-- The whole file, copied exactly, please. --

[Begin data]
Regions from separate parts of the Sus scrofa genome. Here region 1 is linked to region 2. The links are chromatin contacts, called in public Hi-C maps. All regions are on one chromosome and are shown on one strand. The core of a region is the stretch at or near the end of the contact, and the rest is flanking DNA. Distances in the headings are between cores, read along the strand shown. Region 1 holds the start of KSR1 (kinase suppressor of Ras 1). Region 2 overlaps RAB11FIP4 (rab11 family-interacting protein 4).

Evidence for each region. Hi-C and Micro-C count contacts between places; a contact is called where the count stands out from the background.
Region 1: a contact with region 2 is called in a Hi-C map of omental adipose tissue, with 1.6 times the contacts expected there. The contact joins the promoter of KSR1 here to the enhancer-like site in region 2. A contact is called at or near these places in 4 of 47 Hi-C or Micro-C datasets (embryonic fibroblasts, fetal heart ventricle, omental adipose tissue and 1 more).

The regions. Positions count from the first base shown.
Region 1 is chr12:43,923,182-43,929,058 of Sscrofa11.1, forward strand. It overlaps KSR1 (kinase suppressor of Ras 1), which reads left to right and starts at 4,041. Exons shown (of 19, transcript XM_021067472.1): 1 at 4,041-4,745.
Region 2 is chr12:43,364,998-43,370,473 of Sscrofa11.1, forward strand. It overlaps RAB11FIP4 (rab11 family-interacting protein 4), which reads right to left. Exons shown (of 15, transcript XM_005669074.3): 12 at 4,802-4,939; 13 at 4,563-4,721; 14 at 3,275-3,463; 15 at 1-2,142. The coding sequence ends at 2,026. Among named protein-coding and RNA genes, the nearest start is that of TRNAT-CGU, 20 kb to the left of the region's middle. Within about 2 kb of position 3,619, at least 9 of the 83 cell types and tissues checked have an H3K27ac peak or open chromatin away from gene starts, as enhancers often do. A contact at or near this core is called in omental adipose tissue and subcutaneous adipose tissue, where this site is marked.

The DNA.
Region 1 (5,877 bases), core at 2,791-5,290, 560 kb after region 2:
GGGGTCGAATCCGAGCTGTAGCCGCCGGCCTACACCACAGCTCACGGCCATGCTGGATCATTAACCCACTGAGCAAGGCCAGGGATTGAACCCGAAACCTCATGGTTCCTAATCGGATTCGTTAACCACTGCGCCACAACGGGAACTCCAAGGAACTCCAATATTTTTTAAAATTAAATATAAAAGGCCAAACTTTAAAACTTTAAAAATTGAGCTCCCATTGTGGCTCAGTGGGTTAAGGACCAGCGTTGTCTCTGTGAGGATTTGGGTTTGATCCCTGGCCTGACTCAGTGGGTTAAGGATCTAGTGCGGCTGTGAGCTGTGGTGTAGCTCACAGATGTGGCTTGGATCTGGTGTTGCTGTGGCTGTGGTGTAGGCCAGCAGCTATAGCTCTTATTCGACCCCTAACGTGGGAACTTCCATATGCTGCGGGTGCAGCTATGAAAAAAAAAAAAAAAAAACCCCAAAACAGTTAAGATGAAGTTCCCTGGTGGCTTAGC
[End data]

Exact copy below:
Regions from separate parts of the Sus scrofa genome. Here region 1 is linked to region 2. The links are chromatin contacts, called in public Hi-C maps. All regions are on one chromosome and are shown on one strand. The core of a region is the stretch at or near the end of the contact, and the rest is flanking DNA. Distances in the headings are between cores, read along the strand shown. Region 1 holds the start of KSR1 (kinase suppressor of Ras 1). Region 2 overlaps RAB11FIP4 (rab11 family-interacting protein 4).

Evidence for each region. Hi-C and Micro-C count contacts between places; a contact is called where the count stands out from the background.
Region 1: a contact with region 2 is called in a Hi-C map of omental adipose tissue, with 1.6 times the contacts expected there. The contact joins the promoter of KSR1 here to the enhancer-like site in region 2. A contact is called at or near these places in 4 of 47 Hi-C or Micro-C datasets (embryonic fibroblasts, fetal heart ventricle, omental adipose tissue and 1 more).

The regions. Positions count from the first base shown.
Region 1 is chr12:43,923,182-43,929,058 of Sscrofa11.1, forward strand. It overlaps KSR1 (kinase suppressor of Ras 1), which reads left to right and starts at 4,041. Exons shown (of 19, transcript XM_021067472.1): 1 at 4,041-4,745.
Region 2 is chr12:43,364,998-43,370,473 of Sscrofa11.1, forward strand. It overlaps RAB11FIP4 (rab11 family-interacting protein 4), which reads right to left. Exons shown (of 15, transcript XM_005669074.3): 12 at 4,802-4,939; 13 at 4,563-4,721; 14 at 3,275-3,463; 15 at 1-2,142. The coding sequence ends at 2,026. Among named protein-coding and RNA genes, the nearest start is that of TRNAT-CGU, 20 kb to the left of the region's middle. Within about 2 kb of position 3,619, at least 9 of the 83 cell types and tissues checked have an H3K27ac peak or open chromatin away from gene starts, as enhancers often do. A contact at or near this core is called in omental adipose tissue and subcutaneous adipose tissue, where this site is marked.

The DNA.
Region 1 (5,877 bases), core at 2,791-5,290, 560 kb after region 2:
GGGGTCGAATCCGAGCTGTAGCCGCCGGCCTACACCACAGCTCACGGCCATGCTGGATCATTAACCCACTGAGCAAGGCCAGGGATTGAACCCGAAACCTCATGGTTCCTAATCGGATTCGTTAACCACTGCGCCACAACGGGAACTCCAAGGAACTCCAATATTTTTTAAAATTAAATATAAAAGGCCAAACTTTAAAACTTTAAAAATTGAGCTCCCATTGTGGCTCAGTGGGTTAAGGACCAGCGTTGTCTCTGTGAGGATTTGGGTTTGATCCCTGGCCTGACTCAGTGGGTTAAGGATCTAGTGCGGCTGTGAGCTGTGGTGTAGCTCACAGATGTGGCTTGGATCTGGTGTTGCTGTGGCTGTGGTGTAGGCCAGCAGCTATAGCTCTTATTCGACCCCTAACGTGGGAACTTCCATATGCTGCGGGTGCAGCTATGAAAAAAAAAAAAAAAAAACCCCAAAACAGTTAAGATGAAGTTCCCTGGTGGCTTAGC